Steve Friedl recently released a whitepaper, "SQL Injection Attacks by Example," which discusses the steps he took during a recent security audit to penetrate a customer's system. The paper describes how he discovered what services and technologies were used, how he discovered table names and table field names, and how he coaxed the system into changing an email address in a table to recover a valid login account name and password.
The paper also discusses some ways to mitigate such attacks. However, if you're interested then you should read the related message thread on the Bugtraq mailing list to see what other people had to say about Friedl's mitigation suggestions before you rely on them as definitive defensive measures.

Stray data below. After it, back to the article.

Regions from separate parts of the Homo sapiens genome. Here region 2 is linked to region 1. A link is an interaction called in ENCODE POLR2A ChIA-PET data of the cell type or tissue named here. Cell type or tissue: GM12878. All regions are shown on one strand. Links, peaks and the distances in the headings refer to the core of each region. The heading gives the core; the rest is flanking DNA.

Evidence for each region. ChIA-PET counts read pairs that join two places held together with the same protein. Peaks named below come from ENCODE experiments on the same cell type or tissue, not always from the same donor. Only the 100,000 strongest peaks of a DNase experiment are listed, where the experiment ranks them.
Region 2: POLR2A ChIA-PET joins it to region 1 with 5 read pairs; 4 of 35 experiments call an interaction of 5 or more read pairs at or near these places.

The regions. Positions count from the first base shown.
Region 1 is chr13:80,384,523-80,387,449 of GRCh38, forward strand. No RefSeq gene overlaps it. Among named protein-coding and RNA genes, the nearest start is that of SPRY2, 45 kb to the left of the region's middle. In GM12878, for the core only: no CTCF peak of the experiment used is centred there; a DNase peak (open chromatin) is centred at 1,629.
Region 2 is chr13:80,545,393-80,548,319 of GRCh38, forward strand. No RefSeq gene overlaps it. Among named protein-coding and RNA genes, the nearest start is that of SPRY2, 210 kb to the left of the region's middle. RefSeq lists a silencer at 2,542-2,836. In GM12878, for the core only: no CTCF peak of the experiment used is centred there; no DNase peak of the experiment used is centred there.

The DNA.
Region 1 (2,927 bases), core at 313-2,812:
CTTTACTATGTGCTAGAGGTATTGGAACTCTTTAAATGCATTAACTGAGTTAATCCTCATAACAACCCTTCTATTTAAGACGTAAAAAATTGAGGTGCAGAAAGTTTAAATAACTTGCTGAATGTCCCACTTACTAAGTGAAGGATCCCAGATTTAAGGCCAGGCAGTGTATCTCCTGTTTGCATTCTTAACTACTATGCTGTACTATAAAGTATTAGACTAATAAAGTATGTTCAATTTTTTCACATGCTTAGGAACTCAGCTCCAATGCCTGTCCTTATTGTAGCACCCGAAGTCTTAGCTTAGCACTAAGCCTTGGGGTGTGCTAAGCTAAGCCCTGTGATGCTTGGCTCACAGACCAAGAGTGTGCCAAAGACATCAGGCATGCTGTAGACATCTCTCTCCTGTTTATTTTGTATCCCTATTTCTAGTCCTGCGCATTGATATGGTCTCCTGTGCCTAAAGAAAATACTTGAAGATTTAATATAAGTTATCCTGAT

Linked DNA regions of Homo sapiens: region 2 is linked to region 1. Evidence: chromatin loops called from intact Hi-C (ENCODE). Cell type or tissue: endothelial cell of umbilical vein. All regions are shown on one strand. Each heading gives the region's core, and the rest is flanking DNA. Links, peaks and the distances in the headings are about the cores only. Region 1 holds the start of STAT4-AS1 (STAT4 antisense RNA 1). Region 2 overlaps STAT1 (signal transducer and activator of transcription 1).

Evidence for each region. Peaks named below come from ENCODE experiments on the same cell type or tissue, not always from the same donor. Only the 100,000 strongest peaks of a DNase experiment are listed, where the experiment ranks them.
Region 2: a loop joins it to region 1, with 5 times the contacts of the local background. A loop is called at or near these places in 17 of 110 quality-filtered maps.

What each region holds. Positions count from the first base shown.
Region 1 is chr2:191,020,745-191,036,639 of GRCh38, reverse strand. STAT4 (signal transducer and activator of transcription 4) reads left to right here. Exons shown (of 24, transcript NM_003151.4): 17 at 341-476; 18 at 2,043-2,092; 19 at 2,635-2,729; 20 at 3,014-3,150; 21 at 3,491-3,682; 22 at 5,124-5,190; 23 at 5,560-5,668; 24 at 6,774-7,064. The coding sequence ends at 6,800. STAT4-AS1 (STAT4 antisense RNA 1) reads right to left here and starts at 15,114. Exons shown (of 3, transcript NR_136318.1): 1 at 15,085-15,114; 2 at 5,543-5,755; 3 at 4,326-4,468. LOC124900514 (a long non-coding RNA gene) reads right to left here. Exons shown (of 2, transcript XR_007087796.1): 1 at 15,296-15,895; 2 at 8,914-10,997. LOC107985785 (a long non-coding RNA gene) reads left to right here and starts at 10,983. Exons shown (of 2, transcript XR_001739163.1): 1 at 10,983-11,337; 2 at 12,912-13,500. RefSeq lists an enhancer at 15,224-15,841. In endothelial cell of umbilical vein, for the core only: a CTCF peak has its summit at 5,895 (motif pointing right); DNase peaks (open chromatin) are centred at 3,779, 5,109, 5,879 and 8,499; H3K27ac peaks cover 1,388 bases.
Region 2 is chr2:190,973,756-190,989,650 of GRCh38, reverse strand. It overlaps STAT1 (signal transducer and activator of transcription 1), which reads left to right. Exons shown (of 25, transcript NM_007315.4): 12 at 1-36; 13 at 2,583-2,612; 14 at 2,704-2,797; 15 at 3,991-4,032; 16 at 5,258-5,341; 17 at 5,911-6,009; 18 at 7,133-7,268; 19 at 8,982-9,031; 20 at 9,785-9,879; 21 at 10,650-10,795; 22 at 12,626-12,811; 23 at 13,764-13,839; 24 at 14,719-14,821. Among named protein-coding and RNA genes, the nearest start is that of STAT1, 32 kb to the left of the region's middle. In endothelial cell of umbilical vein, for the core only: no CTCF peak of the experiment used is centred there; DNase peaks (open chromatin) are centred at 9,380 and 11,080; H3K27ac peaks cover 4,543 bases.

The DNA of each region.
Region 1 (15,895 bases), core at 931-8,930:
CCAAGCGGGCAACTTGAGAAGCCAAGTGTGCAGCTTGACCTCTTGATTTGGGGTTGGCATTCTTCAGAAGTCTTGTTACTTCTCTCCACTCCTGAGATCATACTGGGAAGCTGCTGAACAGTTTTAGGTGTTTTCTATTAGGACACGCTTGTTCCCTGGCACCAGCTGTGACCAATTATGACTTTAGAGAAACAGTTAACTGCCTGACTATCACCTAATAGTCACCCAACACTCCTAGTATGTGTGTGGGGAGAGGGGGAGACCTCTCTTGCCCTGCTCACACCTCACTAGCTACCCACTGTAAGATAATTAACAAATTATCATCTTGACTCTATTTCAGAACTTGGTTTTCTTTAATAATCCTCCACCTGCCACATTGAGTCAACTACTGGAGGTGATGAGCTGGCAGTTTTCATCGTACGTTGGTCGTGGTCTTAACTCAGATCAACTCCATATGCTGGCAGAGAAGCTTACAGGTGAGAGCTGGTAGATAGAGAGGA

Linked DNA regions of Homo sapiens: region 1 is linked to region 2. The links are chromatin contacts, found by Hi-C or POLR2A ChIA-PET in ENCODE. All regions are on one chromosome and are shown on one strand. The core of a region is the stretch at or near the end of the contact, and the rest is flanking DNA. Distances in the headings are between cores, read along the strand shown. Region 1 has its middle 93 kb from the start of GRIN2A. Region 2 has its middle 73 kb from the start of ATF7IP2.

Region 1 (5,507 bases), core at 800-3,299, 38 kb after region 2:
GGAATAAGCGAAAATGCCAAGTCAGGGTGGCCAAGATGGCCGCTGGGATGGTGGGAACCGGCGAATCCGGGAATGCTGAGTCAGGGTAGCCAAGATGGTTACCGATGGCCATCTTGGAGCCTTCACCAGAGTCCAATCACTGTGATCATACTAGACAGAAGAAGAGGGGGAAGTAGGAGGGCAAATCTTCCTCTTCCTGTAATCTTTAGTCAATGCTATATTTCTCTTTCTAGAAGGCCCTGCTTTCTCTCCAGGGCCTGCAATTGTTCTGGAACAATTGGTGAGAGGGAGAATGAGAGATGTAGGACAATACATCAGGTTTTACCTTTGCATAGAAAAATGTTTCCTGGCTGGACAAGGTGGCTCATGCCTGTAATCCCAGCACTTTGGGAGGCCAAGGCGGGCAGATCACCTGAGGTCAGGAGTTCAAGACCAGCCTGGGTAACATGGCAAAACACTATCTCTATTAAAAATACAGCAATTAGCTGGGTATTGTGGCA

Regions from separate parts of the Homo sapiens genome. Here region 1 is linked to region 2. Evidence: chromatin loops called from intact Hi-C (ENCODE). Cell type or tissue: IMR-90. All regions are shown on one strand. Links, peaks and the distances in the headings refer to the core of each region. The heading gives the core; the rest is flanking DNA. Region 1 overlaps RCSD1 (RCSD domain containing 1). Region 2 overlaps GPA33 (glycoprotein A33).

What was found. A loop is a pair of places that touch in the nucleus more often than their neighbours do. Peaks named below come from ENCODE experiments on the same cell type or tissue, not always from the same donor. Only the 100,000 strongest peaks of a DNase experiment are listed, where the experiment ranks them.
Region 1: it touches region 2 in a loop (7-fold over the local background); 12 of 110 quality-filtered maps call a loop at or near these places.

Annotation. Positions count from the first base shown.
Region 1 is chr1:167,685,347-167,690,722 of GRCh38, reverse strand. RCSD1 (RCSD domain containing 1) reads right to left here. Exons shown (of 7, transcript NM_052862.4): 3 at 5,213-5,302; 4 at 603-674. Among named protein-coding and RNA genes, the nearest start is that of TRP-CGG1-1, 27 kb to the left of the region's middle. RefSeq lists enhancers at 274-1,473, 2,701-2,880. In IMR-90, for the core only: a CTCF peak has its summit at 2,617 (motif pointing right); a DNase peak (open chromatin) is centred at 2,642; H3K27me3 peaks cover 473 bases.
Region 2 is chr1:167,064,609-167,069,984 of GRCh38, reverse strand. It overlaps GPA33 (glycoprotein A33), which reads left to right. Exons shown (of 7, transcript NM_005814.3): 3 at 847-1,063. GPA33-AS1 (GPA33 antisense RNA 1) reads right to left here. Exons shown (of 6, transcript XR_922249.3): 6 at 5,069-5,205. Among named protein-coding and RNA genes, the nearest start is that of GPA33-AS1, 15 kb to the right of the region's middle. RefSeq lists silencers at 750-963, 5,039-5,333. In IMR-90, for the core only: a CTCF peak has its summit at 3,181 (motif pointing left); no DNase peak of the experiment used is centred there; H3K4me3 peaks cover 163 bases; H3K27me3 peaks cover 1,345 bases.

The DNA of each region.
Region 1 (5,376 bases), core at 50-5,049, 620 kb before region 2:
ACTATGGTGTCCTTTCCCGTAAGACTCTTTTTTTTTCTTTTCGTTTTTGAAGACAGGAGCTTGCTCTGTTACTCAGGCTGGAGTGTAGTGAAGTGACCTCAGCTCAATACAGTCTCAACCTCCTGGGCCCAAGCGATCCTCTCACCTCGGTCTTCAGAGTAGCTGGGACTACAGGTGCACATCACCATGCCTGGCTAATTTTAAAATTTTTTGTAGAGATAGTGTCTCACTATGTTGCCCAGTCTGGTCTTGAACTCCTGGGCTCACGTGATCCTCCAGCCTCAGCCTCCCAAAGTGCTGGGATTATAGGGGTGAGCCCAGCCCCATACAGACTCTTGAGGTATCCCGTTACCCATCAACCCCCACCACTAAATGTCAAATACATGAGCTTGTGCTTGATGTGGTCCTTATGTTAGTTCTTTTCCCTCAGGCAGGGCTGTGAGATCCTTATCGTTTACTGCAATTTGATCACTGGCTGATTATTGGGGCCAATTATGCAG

As we reported yesterday in the story, "Microsoft WINS and SQL Server Targeted," brute force password cracking attempts have recently been detected against Microsoft SQL Server. While such cracking attempts are one way to find SQL Server login passwords, injection attacks are another method that could be launched by anyone from anywhere in the world if your database servers are exposed to the Internet as backends for Web-based applications. So consider auditing the security of your SQL-based applications and the related systems' overall network exposure to make sure you have your bases covered adequately.